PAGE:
Ruthless People

By Judy Berman

When someone does you wrong, how do you handle it? Do you feel powerless?

There’s no need to. You can turn the tables on the bad guy.

There should be an app for that. One you can download – off the Internet or from your local library.

Take a page out of O. Henry’s short story, “The Ransom of Red Chief,” written in 1910. Two kidnappers’ scheme to rip someone off backfires. But getting found out was not the worst of it.

The kidnappers get more than they bargained for when they grab a rich man’s son and hold him for ransom. It soon becomes clear to the men who the real hostages are. Before long, they’re only too willing to pay off the boy’s father so he’ll take his son back.

A twist of that theme has endless possibilities. Here’s how it played out in the movie, “Ruthless People” (1986). Sam Stone (Danny Devito) plans to kill his wife, Barbara (Bette Midler), so he can inherit her fortune. His plot hits a snag when a kidnapper calls and demands Sam pay a ransom of $500,000 to get his wife back … or she’ll be killed if Sam doesn’t pay up.

The conniving, little fiend is delighted, thinking someone else is going to do his dirty work for him, and he’ll soon have Barbara’s fortune.

The kidnappers, Ken (Judge Reinhold) and Sandy Kessler (Helen Slater), hatched this scheme to get back at the Sam for profiting from a fashion design he stole from Sandy.

Too late, Ken realizes he has double-trouble: Barbara is a terror that he’d be only too eager to return and her husband doesn’t want her back. Ken drops his demand to $50,000 after Sam fails to show for the ransom drop.

Unaware of the stalled negotiations, Barbara has been working out in her kidnappers’ cellar. She’s dropped about 20 pounds. Sandy notices, brings out designer clothes that would make any fashionista ecstatic and suggests Barbara try them on. They are Sandy’s creations.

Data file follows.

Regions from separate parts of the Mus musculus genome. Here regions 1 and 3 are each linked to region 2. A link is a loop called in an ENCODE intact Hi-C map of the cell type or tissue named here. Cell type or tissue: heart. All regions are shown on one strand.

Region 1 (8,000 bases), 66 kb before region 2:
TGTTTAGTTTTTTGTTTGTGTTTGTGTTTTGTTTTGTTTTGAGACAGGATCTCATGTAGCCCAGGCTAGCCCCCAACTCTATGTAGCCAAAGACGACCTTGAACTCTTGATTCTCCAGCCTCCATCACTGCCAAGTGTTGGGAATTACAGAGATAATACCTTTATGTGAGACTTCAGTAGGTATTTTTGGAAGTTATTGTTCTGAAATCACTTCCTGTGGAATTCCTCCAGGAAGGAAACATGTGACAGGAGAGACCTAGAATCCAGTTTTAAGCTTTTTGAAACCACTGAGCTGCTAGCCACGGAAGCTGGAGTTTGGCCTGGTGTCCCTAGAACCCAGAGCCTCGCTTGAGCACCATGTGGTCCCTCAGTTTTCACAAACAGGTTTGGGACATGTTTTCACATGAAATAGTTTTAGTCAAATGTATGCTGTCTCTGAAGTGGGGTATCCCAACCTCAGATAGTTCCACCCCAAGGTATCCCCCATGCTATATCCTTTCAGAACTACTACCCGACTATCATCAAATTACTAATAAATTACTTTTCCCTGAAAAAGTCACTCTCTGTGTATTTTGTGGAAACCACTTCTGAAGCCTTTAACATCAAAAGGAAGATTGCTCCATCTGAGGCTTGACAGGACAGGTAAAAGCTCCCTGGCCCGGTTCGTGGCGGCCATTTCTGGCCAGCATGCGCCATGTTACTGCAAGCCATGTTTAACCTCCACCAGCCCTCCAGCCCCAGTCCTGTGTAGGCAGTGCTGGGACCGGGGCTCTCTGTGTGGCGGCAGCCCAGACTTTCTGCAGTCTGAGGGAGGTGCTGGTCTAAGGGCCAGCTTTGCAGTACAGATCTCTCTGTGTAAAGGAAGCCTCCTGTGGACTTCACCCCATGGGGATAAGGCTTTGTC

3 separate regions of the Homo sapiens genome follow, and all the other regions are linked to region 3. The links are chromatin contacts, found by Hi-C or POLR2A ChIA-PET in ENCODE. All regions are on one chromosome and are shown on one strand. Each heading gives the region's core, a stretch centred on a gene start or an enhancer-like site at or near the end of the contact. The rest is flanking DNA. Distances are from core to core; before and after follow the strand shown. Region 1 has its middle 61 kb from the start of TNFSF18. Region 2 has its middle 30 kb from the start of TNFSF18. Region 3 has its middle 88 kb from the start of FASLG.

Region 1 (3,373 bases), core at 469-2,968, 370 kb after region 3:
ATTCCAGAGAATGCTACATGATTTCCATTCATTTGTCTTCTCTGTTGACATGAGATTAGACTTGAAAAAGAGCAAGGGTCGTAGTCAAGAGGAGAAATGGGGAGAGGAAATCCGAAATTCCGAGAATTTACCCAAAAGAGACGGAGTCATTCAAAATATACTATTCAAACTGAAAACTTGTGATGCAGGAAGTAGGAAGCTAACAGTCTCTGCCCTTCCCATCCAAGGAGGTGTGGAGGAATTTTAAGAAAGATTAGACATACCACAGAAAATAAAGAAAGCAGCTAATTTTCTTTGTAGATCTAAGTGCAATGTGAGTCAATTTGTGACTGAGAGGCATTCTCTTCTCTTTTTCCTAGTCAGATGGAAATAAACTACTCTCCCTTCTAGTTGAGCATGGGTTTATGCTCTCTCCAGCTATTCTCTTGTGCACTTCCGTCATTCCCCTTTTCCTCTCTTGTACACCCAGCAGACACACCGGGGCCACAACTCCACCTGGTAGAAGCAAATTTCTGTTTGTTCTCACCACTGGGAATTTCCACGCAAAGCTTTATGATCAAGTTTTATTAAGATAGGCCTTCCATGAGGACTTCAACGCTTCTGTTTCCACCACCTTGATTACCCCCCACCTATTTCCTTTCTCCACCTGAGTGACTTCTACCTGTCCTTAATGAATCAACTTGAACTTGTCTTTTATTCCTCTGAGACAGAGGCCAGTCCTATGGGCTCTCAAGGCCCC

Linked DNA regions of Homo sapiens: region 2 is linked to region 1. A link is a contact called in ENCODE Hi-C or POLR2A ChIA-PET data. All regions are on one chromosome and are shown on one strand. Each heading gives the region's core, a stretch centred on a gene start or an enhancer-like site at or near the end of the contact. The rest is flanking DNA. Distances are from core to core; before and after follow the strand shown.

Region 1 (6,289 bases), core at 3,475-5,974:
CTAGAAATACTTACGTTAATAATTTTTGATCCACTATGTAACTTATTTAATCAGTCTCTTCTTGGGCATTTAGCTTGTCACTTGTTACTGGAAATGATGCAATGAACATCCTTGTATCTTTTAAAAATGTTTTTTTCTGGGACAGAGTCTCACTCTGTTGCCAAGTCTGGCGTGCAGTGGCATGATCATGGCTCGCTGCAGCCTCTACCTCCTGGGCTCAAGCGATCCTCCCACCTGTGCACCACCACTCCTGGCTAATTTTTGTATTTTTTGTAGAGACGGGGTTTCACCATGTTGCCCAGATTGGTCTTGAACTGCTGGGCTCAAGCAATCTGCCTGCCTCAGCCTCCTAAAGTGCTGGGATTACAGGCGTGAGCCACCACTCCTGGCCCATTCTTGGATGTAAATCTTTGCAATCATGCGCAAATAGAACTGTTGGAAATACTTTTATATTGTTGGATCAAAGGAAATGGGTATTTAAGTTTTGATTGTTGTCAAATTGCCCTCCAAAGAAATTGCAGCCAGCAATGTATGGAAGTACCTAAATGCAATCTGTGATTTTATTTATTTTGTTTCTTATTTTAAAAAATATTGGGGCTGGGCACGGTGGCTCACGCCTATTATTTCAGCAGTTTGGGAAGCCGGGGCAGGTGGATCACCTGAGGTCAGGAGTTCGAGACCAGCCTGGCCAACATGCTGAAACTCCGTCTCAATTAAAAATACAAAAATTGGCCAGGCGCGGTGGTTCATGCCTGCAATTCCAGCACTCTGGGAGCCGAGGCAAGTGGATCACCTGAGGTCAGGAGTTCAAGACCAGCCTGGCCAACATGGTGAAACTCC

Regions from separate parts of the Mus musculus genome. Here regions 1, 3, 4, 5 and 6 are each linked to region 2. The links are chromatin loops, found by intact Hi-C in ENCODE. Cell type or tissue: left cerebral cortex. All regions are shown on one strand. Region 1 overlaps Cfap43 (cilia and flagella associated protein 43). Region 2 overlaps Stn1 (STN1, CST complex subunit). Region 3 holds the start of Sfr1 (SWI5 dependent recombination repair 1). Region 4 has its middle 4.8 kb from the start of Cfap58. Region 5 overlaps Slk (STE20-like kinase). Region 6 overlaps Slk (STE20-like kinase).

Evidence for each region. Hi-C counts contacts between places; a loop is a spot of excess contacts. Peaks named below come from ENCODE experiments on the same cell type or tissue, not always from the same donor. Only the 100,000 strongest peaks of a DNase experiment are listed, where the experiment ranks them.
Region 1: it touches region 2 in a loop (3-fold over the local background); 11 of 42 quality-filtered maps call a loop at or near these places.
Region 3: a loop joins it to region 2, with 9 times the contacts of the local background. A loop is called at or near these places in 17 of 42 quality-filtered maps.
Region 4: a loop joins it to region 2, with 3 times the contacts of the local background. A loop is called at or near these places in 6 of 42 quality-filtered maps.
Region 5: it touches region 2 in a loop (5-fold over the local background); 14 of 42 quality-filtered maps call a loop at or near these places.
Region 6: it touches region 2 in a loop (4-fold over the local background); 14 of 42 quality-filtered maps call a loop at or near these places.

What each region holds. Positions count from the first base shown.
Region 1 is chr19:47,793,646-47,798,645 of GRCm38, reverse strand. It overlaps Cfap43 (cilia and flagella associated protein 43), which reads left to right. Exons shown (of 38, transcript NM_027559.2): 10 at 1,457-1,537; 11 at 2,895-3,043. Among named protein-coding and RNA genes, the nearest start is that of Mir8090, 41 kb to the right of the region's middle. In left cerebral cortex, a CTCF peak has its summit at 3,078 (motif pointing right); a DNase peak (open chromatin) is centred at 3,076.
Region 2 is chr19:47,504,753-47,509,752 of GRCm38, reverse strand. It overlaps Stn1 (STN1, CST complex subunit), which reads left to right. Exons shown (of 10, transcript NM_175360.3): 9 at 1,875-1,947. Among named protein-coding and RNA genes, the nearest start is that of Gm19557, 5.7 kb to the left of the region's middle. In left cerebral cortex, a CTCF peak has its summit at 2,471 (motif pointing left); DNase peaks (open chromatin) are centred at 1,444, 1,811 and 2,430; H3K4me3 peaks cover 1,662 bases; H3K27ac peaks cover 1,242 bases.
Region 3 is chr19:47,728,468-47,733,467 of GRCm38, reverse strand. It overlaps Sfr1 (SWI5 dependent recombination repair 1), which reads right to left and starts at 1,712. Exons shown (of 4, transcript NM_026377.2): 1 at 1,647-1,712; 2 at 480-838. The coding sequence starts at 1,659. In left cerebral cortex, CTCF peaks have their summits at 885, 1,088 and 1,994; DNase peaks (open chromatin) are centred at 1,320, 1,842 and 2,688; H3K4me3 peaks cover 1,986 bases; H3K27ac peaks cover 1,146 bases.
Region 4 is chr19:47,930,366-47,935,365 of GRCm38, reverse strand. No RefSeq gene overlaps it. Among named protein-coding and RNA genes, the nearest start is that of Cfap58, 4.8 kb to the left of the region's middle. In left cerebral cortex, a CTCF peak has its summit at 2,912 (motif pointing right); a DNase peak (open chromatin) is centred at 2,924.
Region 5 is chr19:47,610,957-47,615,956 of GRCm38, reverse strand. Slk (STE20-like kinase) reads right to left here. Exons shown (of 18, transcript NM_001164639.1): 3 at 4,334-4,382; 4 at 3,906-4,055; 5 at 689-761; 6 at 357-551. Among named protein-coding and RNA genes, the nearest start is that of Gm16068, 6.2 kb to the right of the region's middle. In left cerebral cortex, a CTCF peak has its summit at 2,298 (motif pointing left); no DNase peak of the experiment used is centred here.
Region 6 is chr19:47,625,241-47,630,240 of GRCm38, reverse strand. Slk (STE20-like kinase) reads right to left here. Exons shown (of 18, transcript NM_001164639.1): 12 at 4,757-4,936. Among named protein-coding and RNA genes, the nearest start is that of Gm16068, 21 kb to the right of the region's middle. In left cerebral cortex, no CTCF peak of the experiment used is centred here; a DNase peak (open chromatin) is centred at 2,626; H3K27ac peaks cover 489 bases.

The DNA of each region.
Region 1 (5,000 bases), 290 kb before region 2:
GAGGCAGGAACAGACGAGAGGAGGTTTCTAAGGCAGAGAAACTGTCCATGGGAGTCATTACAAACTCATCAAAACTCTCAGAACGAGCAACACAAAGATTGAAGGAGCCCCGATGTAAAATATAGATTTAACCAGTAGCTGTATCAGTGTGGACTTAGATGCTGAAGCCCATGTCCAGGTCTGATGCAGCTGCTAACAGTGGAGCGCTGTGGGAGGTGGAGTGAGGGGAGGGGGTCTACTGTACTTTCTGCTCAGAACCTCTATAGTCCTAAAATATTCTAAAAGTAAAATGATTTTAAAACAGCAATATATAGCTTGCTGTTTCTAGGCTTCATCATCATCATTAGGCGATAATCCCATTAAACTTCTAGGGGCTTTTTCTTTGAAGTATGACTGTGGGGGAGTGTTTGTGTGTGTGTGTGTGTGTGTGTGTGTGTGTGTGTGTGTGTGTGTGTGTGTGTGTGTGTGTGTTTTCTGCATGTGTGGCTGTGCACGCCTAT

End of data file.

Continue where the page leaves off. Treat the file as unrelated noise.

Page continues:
Sandy confides to Barbara that she was kidnapped to get back at Sam and her for stealing her creative ideas and profiting from it. Barbara tells Sandy she didn’t know Sam had stolen Sandy’s designs.

Then, Barbara asks when she’s going to be released. Sandy reluctantly tells her that Sam will not pay the ransom, even though they just dropped their demand to $10,000.

Barbara’s dumbfounded. She’s worth a fortune. She cries, “I’m being marked down? I’ve been kidnapped by Kmart!”

Sam’s girlfriend has get-rich plans of her own. Carol (Anita Morris), a gold-digger, conspires with her dimwitted boyfriend, Earl Mott (Bill Pullman), to blackmail Sam. She wants Earl to videotape Sam when he disposes his wife’s body.

Carol doesn’t bother to view the tape first and mails it to police. Instead, the videotaped evidence will show another “crime” in progress. Carol convinces police to investigate Barbara’s disappearance. When they’re snooping around, Sam realizes he better bring Barbara back alive … or, he could be charged with her murder.

Now, Sam is only too eager to pay the ransom. There’s just one little glitch. Barbara’s cooked up a plan with the kidnappers to fleece Sam out of more than $2 million.

Sam’s outraged, but he agrees to meet Ken. When Carol learns of the drop, she tells Earl to go steal the ransom money.